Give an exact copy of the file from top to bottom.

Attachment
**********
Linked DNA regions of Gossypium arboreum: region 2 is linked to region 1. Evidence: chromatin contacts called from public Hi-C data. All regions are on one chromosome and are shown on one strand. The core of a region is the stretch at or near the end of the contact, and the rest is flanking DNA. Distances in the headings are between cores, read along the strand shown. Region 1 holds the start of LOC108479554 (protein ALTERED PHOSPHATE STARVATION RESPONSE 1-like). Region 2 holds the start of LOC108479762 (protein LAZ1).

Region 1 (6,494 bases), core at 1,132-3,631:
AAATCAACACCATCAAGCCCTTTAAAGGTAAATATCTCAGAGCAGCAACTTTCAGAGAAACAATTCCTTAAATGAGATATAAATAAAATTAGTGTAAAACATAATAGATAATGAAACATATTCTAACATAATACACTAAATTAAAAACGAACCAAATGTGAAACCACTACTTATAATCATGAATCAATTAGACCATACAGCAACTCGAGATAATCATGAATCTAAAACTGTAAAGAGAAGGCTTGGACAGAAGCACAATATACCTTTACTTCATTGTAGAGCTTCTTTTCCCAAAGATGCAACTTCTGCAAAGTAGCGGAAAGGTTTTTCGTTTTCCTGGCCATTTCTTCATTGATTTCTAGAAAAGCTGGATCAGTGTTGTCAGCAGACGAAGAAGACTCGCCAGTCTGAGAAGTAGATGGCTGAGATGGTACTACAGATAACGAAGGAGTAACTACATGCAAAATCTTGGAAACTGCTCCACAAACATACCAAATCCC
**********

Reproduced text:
Linked DNA regions of Gossypium arboreum: region 2 is linked to region 1. Evidence: chromatin contacts called from public Hi-C data. All regions are on one chromosome and are shown on one strand. The core of a region is the stretch at or near the end of the contact, and the rest is flanking DNA. Distances in the headings are between cores, read along the strand shown. Region 1 holds the start of LOC108479554 (protein ALTERED PHOSPHATE STARVATION RESPONSE 1-like). Region 2 holds the start of LOC108479762 (protein LAZ1).

Region 1 (6,494 bases), core at 1,132-3,631:
AAATCAACACCATCAAGCCCTTTAAAGGTAAATATCTCAGAGCAGCAACTTTCAGAGAAACAATTCCTTAAATGAGATATAAATAAAATTAGTGTAAAACATAATAGATAATGAAACATATTCTAACATAATACACTAAATTAAAAACGAACCAAATGTGAAACCACTACTTATAATCATGAATCAATTAGACCATACAGCAACTCGAGATAATCATGAATCTAAAACTGTAAAGAGAAGGCTTGGACAGAAGCACAATATACCTTTACTTCATTGTAGAGCTTCTTTTCCCAAAGATGCAACTTCTGCAAAGTAGCGGAAAGGTTTTTCGTTTTCCTGGCCATTTCTTCATTGATTTCTAGAAAAGCTGGATCAGTGTTGTCAGCAGACGAAGAAGACTCGCCAGTCTGAGAAGTAGATGGCTGAGATGGTACTACAGATAACGAAGGAGTAACTACATGCAAAATCTTGGAAACTGCTCCACAAACATACCAAATCCC